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When Turnarounds Take Center Stage

Emerging from the recession often means a carefully implemented turnaround strategy

When Turnarounds Take Center Stage

Most people in the gaming industry know that, beginning in 2008, the good economic times of the previous two decades were winding to a close, and the very real specter of fiscal insolvency became a looming presence. Companies and managers that once were weaned on easily obtainable loans, rising demand and hotel expansion projects now had to face shrinking revenues, a sharp drop-off in operating performance and crushing debt-service obligations.

In short, many of these enterprises that find themselves in the midst of a recession are now struggling to survive, and they now must modify their operational assumptions and execution standards, while positioning the organization to achieve returns above the risk-adjusted cost of capital.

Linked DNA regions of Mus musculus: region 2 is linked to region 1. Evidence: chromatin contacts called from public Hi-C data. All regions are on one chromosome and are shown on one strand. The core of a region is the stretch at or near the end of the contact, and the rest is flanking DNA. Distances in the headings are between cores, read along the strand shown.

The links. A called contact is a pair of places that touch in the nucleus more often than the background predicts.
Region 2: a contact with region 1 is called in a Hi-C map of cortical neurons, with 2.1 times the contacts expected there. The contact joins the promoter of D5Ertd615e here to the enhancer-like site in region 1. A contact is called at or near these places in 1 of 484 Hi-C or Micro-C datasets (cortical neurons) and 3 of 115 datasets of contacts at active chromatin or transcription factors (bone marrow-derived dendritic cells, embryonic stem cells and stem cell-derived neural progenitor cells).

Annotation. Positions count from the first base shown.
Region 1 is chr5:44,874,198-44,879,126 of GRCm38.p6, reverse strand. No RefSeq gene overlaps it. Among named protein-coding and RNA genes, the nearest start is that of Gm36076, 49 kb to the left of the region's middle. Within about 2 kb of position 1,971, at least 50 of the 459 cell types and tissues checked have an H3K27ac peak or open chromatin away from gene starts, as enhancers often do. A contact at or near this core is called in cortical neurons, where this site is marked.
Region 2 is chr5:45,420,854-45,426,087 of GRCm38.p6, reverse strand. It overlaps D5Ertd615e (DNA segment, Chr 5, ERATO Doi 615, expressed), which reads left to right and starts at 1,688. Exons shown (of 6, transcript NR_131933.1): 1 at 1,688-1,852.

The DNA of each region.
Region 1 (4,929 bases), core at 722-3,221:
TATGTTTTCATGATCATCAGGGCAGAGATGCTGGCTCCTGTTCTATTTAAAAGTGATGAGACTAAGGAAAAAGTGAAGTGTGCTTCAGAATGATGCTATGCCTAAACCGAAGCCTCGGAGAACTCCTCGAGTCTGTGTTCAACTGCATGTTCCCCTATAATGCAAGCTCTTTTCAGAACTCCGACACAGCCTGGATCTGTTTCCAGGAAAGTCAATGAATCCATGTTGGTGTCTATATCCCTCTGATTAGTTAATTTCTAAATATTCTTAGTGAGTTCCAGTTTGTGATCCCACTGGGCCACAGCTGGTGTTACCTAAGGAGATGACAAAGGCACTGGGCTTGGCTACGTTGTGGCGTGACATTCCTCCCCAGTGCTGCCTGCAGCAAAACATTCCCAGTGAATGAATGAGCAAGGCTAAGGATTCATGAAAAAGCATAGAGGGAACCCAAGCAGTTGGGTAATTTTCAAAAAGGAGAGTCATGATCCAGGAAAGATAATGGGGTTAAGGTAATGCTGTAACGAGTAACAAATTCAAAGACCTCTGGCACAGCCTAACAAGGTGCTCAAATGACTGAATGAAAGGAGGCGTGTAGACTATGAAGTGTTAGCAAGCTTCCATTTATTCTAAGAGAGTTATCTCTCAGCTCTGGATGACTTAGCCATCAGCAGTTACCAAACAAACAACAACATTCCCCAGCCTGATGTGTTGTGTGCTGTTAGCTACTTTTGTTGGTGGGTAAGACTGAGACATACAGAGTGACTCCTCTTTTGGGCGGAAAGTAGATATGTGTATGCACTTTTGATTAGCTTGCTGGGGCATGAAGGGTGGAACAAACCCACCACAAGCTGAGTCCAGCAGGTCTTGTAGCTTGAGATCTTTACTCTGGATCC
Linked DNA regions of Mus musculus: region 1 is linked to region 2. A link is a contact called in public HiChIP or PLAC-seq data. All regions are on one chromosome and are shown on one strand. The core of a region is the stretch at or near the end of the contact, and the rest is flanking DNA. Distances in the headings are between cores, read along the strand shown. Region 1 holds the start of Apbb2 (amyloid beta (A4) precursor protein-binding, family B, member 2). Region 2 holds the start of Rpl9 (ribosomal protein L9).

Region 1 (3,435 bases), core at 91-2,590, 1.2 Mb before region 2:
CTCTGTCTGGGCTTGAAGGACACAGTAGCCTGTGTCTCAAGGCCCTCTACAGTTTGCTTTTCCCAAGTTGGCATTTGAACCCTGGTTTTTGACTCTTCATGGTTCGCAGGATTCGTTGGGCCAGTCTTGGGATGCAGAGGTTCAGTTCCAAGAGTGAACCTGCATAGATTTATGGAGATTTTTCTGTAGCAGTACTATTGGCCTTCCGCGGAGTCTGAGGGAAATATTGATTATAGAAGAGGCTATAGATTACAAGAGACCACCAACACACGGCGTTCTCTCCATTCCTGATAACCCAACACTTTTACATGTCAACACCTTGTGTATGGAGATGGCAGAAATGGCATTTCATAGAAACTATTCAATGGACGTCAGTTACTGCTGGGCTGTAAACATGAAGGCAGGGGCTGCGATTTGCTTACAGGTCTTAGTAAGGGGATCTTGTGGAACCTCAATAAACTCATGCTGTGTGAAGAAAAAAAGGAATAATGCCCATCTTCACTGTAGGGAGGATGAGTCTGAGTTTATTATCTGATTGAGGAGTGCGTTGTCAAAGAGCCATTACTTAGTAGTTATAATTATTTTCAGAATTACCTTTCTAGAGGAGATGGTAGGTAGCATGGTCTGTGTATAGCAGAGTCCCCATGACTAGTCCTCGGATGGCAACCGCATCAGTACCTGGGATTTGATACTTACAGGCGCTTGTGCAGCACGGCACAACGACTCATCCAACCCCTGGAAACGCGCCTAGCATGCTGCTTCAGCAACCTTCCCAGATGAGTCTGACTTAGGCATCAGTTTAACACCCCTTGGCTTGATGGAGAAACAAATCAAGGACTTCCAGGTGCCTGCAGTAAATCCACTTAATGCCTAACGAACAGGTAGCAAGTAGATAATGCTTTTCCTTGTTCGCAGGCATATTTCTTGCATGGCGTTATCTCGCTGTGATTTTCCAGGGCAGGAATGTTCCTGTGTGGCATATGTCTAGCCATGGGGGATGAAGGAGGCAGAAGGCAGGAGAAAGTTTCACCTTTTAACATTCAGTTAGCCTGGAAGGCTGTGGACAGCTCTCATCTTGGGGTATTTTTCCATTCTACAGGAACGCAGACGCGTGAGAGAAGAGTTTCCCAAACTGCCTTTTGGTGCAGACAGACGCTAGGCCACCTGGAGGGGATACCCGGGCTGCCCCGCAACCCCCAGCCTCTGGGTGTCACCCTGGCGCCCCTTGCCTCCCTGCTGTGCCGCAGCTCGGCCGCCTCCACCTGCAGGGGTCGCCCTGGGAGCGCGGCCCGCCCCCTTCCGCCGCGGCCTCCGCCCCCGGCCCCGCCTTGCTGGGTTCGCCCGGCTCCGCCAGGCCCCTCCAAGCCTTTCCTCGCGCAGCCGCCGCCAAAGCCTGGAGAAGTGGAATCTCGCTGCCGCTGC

Companies that recognize the changed landscape and respond proactively are more likely to prevail; others will not. The sad fact remains that their survival probably requires a turnaround.

When revenues start deteriorating and costs rise, and/or financial covenants and other negative factors threaten, immediate action is called for. Management must arrest the organization’s faltering performance and implement a turnaround. But how does one decide on the best course of action?  When the board of directors is confronted with the harsh reality that the company may not survive unless it can conceive and execute a successful turnaround strategy under difficult circumstances and with very little time, where does one begin?

Redirecting a company headed down the wrong path is a matter of judgment and skill, and often only a matter of degree rather than kind. Sometimes only a light touch is needed to correct a company that has headed off course; however, in many cases, a complete reversal of course is necessary.

Replacing the Team
Understanding the economic and marketing forces and risk factors that are putting the company under stress is obviously the first order of business. Equally important, once the decision to institute a turnaround has been made, the question of whether to continue with the present management team or to seek outside help becomes critical.